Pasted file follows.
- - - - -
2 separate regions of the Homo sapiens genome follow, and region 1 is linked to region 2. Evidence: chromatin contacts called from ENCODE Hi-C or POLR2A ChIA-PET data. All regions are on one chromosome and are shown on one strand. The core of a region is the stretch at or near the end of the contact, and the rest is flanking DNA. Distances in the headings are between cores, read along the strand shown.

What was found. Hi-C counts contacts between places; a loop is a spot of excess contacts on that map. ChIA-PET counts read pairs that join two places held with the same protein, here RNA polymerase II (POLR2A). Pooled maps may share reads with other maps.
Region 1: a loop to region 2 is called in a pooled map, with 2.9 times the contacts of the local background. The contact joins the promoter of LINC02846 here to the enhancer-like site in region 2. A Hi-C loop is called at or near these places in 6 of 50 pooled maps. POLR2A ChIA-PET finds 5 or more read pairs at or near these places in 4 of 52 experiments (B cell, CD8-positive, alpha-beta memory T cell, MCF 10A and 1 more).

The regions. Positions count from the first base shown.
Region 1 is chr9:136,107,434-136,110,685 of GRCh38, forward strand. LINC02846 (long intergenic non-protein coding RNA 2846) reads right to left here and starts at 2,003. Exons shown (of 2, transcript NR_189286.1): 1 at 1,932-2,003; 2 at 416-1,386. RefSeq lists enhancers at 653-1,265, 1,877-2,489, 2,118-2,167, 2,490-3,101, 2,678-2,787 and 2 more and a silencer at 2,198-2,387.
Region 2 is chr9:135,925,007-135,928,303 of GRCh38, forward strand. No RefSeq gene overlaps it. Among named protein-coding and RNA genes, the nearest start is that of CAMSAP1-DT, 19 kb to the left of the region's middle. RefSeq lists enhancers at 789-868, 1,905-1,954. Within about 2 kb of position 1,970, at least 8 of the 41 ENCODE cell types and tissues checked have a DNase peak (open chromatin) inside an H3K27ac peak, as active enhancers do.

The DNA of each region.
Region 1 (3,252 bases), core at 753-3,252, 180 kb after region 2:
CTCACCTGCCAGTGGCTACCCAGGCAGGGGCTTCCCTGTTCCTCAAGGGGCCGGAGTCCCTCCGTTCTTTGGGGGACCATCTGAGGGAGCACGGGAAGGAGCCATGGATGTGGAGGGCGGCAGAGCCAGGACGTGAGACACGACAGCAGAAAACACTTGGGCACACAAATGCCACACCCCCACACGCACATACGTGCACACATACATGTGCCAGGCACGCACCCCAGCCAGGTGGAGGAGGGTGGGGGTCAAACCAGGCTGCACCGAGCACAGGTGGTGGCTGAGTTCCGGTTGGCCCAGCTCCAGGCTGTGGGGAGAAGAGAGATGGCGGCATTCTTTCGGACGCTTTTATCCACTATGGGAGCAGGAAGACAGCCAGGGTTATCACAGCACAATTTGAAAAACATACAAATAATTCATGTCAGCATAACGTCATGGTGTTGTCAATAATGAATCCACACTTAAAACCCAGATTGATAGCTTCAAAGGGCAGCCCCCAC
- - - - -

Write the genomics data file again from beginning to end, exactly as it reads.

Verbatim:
2 separate regions of the Homo sapiens genome follow, and region 1 is linked to region 2. Evidence: chromatin contacts called from ENCODE Hi-C or POLR2A ChIA-PET data. All regions are on one chromosome and are shown on one strand. The core of a region is the stretch at or near the end of the contact, and the rest is flanking DNA. Distances in the headings are between cores, read along the strand shown.

What was found. Hi-C counts contacts between places; a loop is a spot of excess contacts on that map. ChIA-PET counts read pairs that join two places held with the same protein, here RNA polymerase II (POLR2A). Pooled maps may share reads with other maps.
Region 1: a loop to region 2 is called in a pooled map, with 2.9 times the contacts of the local background. The contact joins the promoter of LINC02846 here to the enhancer-like site in region 2. A Hi-C loop is called at or near these places in 6 of 50 pooled maps. POLR2A ChIA-PET finds 5 or more read pairs at or near these places in 4 of 52 experiments (B cell, CD8-positive, alpha-beta memory T cell, MCF 10A and 1 more).

The regions. Positions count from the first base shown.
Region 1 is chr9:136,107,434-136,110,685 of GRCh38, forward strand. LINC02846 (long intergenic non-protein coding RNA 2846) reads right to left here and starts at 2,003. Exons shown (of 2, transcript NR_189286.1): 1 at 1,932-2,003; 2 at 416-1,386. RefSeq lists enhancers at 653-1,265, 1,877-2,489, 2,118-2,167, 2,490-3,101, 2,678-2,787 and 2 more and a silencer at 2,198-2,387.
Region 2 is chr9:135,925,007-135,928,303 of GRCh38, forward strand. No RefSeq gene overlaps it. Among named protein-coding and RNA genes, the nearest start is that of CAMSAP1-DT, 19 kb to the left of the region's middle. RefSeq lists enhancers at 789-868, 1,905-1,954. Within about 2 kb of position 1,970, at least 8 of the 41 ENCODE cell types and tissues checked have a DNase peak (open chromatin) inside an H3K27ac peak, as active enhancers do.

The DNA of each region.
Region 1 (3,252 bases), core at 753-3,252, 180 kb after region 2:
CTCACCTGCCAGTGGCTACCCAGGCAGGGGCTTCCCTGTTCCTCAAGGGGCCGGAGTCCCTCCGTTCTTTGGGGGACCATCTGAGGGAGCACGGGAAGGAGCCATGGATGTGGAGGGCGGCAGAGCCAGGACGTGAGACACGACAGCAGAAAACACTTGGGCACACAAATGCCACACCCCCACACGCACATACGTGCACACATACATGTGCCAGGCACGCACCCCAGCCAGGTGGAGGAGGGTGGGGGTCAAACCAGGCTGCACCGAGCACAGGTGGTGGCTGAGTTCCGGTTGGCCCAGCTCCAGGCTGTGGGGAGAAGAGAGATGGCGGCATTCTTTCGGACGCTTTTATCCACTATGGGAGCAGGAAGACAGCCAGGGTTATCACAGCACAATTTGAAAAACATACAAATAATTCATGTCAGCATAACGTCATGGTGTTGTCAATAATGAATCCACACTTAAAACCCAGATTGATAGCTTCAAAGGGCAGCCCCCAC